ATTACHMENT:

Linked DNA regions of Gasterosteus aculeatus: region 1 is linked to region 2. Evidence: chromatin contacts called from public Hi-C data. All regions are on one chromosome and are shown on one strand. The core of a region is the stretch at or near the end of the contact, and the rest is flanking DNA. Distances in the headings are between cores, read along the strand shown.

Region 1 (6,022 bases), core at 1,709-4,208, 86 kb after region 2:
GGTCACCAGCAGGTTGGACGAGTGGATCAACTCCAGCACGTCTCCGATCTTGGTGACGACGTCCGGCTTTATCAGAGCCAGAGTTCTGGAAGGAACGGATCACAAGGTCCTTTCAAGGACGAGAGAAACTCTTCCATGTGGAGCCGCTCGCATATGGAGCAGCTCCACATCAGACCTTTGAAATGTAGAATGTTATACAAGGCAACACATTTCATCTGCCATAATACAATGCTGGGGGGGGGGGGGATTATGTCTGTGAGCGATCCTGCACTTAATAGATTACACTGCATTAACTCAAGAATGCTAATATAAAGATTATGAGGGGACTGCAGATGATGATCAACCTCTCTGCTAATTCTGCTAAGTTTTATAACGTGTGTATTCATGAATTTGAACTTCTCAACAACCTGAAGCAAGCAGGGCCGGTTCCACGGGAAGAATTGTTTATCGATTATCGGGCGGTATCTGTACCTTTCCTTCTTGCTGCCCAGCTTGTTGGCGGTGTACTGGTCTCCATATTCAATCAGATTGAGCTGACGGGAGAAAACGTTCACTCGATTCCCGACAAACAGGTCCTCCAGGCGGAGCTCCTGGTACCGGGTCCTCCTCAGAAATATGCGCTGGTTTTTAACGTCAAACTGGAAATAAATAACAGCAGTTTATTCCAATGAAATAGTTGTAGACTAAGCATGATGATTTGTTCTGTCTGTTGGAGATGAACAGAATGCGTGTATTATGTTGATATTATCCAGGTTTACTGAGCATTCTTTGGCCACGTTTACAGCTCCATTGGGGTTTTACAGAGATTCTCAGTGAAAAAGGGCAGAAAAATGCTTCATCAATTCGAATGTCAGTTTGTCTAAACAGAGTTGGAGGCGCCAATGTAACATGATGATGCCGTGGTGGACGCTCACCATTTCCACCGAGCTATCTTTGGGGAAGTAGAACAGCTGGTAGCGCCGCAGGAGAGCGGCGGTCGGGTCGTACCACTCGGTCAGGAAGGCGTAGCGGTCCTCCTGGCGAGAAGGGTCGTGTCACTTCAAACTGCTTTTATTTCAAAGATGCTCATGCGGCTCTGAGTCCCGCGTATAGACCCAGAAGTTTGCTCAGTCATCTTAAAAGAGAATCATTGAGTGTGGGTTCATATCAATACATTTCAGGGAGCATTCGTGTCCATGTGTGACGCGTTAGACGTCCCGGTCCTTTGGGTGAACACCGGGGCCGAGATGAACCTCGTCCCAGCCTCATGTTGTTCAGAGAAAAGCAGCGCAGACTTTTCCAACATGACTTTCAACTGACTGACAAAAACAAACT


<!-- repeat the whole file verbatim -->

Linked DNA regions of Gasterosteus aculeatus: region 1 is linked to region 2. Evidence: chromatin contacts called from public Hi-C data. All regions are on one chromosome and are shown on one strand. The core of a region is the stretch at or near the end of the contact, and the rest is flanking DNA. Distances in the headings are between cores, read along the strand shown.

Region 1 (6,022 bases), core at 1,709-4,208, 86 kb after region 2:
GGTCACCAGCAGGTTGGACGAGTGGATCAACTCCAGCACGTCTCCGATCTTGGTGACGACGTCCGGCTTTATCAGAGCCAGAGTTCTGGAAGGAACGGATCACAAGGTCCTTTCAAGGACGAGAGAAACTCTTCCATGTGGAGCCGCTCGCATATGGAGCAGCTCCACATCAGACCTTTGAAATGTAGAATGTTATACAAGGCAACACATTTCATCTGCCATAATACAATGCTGGGGGGGGGGGGGATTATGTCTGTGAGCGATCCTGCACTTAATAGATTACACTGCATTAACTCAAGAATGCTAATATAAAGATTATGAGGGGACTGCAGATGATGATCAACCTCTCTGCTAATTCTGCTAAGTTTTATAACGTGTGTATTCATGAATTTGAACTTCTCAACAACCTGAAGCAAGCAGGGCCGGTTCCACGGGAAGAATTGTTTATCGATTATCGGGCGGTATCTGTACCTTTCCTTCTTGCTGCCCAGCTTGTTGGCGGTGTACTGGTCTCCATATTCAATCAGATTGAGCTGACGGGAGAAAACGTTCACTCGATTCCCGACAAACAGGTCCTCCAGGCGGAGCTCCTGGTACCGGGTCCTCCTCAGAAATATGCGCTGGTTTTTAACGTCAAACTGGAAATAAATAACAGCAGTTTATTCCAATGAAATAGTTGTAGACTAAGCATGATGATTTGTTCTGTCTGTTGGAGATGAACAGAATGCGTGTATTATGTTGATATTATCCAGGTTTACTGAGCATTCTTTGGCCACGTTTACAGCTCCATTGGGGTTTTACAGAGATTCTCAGTGAAAAAGGGCAGAAAAATGCTTCATCAATTCGAATGTCAGTTTGTCTAAACAGAGTTGGAGGCGCCAATGTAACATGATGATGCCGTGGTGGACGCTCACCATTTCCACCGAGCTATCTTTGGGGAAGTAGAACAGCTGGTAGCGCCGCAGGAGAGCGGCGGTCGGGTCGTACCACTCGGTCAGGAAGGCGTAGCGGTCCTCCTGGCGAGAAGGGTCGTGTCACTTCAAACTGCTTTTATTTCAAAGATGCTCATGCGGCTCTGAGTCCCGCGTATAGACCCAGAAGTTTGCTCAGTCATCTTAAAAGAGAATCATTGAGTGTGGGTTCATATCAATACATTTCAGGGAGCATTCGTGTCCATGTGTGACGCGTTAGACGTCCCGGTCCTTTGGGTGAACACCGGGGCCGAGATGAACCTCGTCCCAGCCTCATGTTGTTCAGAGAAAAGCAGCGCAGACTTTTCCAACATGACTTTCAACTGACTGACAAAAACAAACT